The Fall features a man steeped in isolation, in part because he finds all relationships to be confining. The problem is one of responsibility: if you interact with others, you’re confined not only by their expectations of you, but by the reputation you publically build. And yet, this very same man preaches a philosophy of slavery. Give up freedom, he says – it is too much of a burden. The burden comes in having to prove over and over your innocence in order to continue to remain free. Having to prove as much means getting judged, which the narrator seeks to avoid at all costs. Admit guilt, give up freedom, and submit to a life of slavery – that’s his solution.
Questions About Freedom and Confinement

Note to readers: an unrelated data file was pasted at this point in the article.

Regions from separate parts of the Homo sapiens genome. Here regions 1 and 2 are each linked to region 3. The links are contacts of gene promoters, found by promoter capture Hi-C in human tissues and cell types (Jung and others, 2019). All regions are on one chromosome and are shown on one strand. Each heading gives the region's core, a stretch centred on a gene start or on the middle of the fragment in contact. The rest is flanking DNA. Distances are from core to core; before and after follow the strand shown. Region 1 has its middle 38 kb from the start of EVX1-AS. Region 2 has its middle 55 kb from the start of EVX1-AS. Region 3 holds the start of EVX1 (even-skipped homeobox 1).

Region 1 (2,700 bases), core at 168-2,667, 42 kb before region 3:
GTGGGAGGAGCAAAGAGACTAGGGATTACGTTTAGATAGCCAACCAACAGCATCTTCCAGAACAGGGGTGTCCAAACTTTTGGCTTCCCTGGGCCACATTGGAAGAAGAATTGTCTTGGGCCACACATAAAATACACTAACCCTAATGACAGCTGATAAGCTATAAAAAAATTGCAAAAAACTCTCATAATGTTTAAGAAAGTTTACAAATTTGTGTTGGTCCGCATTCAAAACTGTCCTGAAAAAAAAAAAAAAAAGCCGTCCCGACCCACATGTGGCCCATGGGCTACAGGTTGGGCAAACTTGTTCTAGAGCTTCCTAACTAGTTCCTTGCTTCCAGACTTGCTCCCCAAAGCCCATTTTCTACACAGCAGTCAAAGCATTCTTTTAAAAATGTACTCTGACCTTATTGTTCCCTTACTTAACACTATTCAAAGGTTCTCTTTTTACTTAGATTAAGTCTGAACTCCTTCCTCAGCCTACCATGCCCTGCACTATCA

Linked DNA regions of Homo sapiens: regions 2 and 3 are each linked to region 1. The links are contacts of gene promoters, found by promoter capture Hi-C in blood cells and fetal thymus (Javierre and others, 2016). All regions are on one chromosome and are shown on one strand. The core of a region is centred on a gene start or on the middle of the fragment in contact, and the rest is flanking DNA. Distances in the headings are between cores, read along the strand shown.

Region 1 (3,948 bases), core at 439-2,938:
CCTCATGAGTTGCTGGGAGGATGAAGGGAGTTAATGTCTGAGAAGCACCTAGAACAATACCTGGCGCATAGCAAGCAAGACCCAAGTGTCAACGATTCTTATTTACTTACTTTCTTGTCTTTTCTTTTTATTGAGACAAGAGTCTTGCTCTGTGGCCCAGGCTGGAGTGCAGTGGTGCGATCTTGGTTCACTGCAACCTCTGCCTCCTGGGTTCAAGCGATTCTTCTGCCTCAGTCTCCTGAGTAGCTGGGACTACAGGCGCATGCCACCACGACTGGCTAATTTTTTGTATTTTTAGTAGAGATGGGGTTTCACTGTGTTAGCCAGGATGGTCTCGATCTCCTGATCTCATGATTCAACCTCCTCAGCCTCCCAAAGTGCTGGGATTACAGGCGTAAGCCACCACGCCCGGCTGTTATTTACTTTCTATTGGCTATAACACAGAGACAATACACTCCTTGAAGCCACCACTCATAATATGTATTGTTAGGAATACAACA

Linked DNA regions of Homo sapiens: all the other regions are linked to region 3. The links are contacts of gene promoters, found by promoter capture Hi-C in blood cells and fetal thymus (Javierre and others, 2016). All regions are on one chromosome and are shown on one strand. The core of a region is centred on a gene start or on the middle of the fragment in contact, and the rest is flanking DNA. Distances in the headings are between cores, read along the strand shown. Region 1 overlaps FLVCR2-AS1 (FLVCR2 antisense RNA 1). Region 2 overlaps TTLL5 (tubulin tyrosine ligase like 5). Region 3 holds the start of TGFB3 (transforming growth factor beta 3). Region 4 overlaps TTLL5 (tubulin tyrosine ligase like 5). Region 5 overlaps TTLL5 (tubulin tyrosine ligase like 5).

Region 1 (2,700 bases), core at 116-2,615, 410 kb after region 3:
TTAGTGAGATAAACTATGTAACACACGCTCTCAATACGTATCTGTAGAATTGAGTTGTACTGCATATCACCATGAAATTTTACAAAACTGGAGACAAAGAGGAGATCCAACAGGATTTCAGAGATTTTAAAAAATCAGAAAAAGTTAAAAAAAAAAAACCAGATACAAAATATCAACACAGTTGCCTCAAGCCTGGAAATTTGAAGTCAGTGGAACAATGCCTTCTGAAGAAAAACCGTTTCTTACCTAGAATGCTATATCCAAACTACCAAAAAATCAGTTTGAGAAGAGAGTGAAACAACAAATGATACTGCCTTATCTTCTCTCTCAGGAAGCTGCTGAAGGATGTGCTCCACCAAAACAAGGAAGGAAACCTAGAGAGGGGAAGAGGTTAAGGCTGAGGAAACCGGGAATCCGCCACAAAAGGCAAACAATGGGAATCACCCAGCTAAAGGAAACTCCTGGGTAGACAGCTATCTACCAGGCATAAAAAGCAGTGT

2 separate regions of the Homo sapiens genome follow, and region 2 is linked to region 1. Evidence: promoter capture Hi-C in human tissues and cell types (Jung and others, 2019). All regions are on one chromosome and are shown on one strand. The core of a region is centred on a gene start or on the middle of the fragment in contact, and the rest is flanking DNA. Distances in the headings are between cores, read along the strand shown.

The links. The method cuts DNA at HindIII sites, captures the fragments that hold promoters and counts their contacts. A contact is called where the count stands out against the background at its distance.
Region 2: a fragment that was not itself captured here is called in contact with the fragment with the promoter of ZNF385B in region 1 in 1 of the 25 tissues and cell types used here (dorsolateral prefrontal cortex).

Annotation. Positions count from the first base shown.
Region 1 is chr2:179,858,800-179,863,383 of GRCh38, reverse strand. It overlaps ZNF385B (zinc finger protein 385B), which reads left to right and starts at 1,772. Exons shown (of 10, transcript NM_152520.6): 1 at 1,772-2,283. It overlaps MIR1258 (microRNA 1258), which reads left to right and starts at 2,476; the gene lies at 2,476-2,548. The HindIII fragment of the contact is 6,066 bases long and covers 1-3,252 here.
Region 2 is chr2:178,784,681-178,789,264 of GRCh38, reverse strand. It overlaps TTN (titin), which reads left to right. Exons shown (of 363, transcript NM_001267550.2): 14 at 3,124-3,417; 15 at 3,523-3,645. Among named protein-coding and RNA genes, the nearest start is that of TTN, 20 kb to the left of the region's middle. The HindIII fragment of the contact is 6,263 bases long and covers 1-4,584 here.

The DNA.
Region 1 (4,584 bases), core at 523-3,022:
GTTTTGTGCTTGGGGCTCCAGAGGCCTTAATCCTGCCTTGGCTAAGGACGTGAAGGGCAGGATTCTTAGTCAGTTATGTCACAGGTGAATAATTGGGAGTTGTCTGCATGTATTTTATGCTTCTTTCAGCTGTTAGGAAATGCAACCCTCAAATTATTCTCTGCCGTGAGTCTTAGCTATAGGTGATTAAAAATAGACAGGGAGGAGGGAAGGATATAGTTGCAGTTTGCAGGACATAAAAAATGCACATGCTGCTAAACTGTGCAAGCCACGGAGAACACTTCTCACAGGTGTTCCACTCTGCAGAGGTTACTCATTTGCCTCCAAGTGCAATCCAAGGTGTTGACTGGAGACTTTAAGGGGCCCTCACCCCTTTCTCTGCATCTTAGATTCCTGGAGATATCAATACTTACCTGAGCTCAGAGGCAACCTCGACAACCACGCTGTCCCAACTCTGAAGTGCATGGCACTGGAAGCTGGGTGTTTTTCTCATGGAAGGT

- Jean-Baptiste for slavery – what about for himself? To whom does he hand over his freedom?
- At the beginning of his confession, Jean-Baptiste tells the story of a man who slept on the floor for the sake of his friend in prison. At the end, he declares that you will sleep on the floor for him, every night. What is he talking about?
- What does it mean to "live in the little-ease," as Jean-Baptiste so frequently references?
- Jean-Baptiste is pretty down on marriage. In fact, he says something along the lines of, "marriage has put our country into slippers and will soon lead it to the gates of death," (5.10) later adding, "For want of betrothal or uninterrupted love, it will be marriage, brutal marriage, with power and the whip" (6.16). How is marriage a set of confinements according to Jean-Baptiste’s logic? How does it imprison? Why does Jean-Baptiste interpret marriage as different from love?
Chew on This
Jean-Baptiste’s "confession" is designed both to imprison his reader and to provide the illusion of freedom.
Jean-Baptiste dislikes friendship and romantic relationships because they tie him down with obligations. Yet The Fall proves that isolation is more restrictive than companionship.